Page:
How Does the Auto Insurance Claims Process Work in Kansas?
Filing auto insurance claims can go from being cut and dry to an exhausting ordeal. Each state has its own laws when it comes to claim settlement, and in Kansas consumers should be aware that they have rights as well as responsibilities when a claim is filed. For example, the state advises claimants to cooperate with an insurer's investigation and also requires the insurer to keep claimants up to date with investigations.
Filing a Claim
If motorists feel that the other party is responsible for the damages to their motor vehicle or property, they will need to contact the other party's Kansas auto insurance company to report the incident and file a claim under their liability coverage.
Policyholders should also contact their own provider to notify them of the accident, regardless of fault. That's because insureds who suffer injuries in an accident will use the personal injury protection (PIP) portion of their own policy to collect the primary benefits toward medical expenses.
Once a claim is filed, the claimant should receive details of the following steps to take. This generally includes whether to obtain estimates from repair facilities or if a claims adjuster will be conducting the estimate.
Following the filing of a claim, state law requires that any investigation begin within 30 days of when the incident was reported. In addition, if more time is needed to conduct an investigation, the insurer will notify the claimant or the claimant's carrier in writing every 45 days of why additional time is needed.
Settlement of Claims
According to state laws, a vehicle must be repaired back to the condition it was in before the loss. The insurer does not have to pay the highest estimate of repair; and if the company feels that the repair costs are too high, it has the right to check with other repair shops. If the insurer directs the claimant to a repair facility, it is guaranteeing the repairs and workmanship.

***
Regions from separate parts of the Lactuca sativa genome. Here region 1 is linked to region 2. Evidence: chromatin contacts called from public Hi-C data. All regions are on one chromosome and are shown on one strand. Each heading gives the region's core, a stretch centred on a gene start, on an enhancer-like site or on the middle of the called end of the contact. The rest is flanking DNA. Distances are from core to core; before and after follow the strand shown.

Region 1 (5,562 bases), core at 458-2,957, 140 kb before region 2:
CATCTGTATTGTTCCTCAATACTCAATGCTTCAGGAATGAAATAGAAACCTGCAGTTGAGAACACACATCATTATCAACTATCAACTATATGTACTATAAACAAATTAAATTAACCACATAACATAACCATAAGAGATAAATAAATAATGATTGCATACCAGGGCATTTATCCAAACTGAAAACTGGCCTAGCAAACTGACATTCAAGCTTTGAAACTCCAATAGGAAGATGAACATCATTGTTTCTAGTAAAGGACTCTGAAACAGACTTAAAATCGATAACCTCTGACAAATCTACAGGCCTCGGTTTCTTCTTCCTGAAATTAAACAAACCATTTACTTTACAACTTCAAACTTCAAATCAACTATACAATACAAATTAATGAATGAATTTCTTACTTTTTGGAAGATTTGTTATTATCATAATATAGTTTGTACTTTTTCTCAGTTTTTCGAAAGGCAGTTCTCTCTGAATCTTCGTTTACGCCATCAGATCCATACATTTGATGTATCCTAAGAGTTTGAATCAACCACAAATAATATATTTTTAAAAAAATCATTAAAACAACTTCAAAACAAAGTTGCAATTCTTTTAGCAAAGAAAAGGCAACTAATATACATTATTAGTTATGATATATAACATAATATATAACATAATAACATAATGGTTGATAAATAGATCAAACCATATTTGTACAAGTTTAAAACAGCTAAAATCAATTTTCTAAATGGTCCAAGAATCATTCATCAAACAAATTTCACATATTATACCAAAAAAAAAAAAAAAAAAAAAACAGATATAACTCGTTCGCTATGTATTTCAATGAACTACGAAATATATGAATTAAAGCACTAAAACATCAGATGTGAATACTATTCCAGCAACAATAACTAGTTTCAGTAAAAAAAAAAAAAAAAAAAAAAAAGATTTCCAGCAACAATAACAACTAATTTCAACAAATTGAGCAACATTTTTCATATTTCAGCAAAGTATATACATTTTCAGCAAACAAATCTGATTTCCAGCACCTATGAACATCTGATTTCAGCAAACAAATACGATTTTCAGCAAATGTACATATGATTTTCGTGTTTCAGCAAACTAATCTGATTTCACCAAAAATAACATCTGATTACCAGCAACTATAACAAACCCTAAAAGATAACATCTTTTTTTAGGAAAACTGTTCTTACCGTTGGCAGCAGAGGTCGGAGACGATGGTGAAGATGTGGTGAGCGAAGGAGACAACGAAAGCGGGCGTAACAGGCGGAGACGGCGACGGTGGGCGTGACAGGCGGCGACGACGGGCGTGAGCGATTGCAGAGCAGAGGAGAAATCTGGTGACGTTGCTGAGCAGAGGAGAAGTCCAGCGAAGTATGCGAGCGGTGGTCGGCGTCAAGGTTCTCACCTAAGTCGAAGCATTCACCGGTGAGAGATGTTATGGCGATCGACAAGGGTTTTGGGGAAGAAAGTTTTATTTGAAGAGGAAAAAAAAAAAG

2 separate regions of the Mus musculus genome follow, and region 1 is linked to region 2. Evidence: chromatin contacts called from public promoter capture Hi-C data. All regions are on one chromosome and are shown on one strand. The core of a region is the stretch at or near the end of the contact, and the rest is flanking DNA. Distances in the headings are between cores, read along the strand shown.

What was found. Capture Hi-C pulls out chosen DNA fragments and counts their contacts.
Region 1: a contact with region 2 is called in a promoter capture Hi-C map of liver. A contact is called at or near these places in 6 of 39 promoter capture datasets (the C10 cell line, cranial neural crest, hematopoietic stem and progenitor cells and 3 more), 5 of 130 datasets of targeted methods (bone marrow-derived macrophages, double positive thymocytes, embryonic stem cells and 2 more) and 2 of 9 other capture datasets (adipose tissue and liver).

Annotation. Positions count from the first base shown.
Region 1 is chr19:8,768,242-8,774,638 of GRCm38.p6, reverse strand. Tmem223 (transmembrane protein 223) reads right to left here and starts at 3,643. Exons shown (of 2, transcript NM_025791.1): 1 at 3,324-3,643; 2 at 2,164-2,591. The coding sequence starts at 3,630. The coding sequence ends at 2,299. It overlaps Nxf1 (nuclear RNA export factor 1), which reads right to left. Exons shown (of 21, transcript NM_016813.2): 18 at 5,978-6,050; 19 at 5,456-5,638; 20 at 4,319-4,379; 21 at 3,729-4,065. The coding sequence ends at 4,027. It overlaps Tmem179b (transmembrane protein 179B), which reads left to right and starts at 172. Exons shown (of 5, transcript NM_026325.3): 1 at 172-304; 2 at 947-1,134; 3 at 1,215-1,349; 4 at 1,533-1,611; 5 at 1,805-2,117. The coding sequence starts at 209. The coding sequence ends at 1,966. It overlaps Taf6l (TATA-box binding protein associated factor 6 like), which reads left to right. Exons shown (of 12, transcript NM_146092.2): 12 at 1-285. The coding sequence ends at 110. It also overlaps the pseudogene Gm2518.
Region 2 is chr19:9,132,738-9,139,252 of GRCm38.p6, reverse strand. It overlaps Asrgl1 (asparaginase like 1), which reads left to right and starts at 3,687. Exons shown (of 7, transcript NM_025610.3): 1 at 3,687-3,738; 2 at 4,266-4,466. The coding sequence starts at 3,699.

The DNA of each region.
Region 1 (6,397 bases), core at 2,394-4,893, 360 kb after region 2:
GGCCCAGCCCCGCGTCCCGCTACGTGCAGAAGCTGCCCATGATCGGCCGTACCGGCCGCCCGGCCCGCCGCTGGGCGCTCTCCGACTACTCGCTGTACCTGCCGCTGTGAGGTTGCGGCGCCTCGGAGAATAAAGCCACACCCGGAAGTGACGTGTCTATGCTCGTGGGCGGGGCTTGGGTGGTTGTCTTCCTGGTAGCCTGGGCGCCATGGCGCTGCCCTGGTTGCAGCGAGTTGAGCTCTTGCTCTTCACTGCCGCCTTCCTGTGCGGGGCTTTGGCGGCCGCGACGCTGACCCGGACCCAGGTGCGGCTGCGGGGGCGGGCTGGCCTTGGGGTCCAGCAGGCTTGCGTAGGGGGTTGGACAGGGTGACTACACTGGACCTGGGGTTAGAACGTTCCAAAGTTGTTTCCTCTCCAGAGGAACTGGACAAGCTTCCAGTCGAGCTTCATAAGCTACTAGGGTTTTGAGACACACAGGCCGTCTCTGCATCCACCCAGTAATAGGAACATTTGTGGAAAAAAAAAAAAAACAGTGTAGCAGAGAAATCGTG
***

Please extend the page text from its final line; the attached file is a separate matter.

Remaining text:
Consumers may also want to be aware that insurers do not have to use original parts and are allowed to use aftermarket or used parts. The claimant can request original parts but would have to pay the difference in price.
Motorists whose vehicles are declared a total loss will receive their automobile's fair retail market value. Sources such as used-car guides can be used in determining the value of vehicles.
Damages for Pain and Suffering
Claimants are only allowed to file lawsuits for pain and suffering under certain circumstances. To file a lawsuit, medical bills must be $2,000 or more, or the accident must have resulted in one of the following:
- Permanent disfigurement
- Fracture of a weight-bearing bone
- Compound, comminuted, displaced or compressed fracture
- Loss of body part
- Permanent injury
- Permanent loss of bodily function
Should the plaintiff receive duplicate payment for pain and suffering that was paid under their PIP benefits, they will be responsible for reimbursing their insurer for the payment received.
Motorists who are unsatisfied with claims or processing times should first contact the company to see if the issue can be resolved. If unable to reach an agreement, the claimant is advised to contact the state Insurance Department for assistance.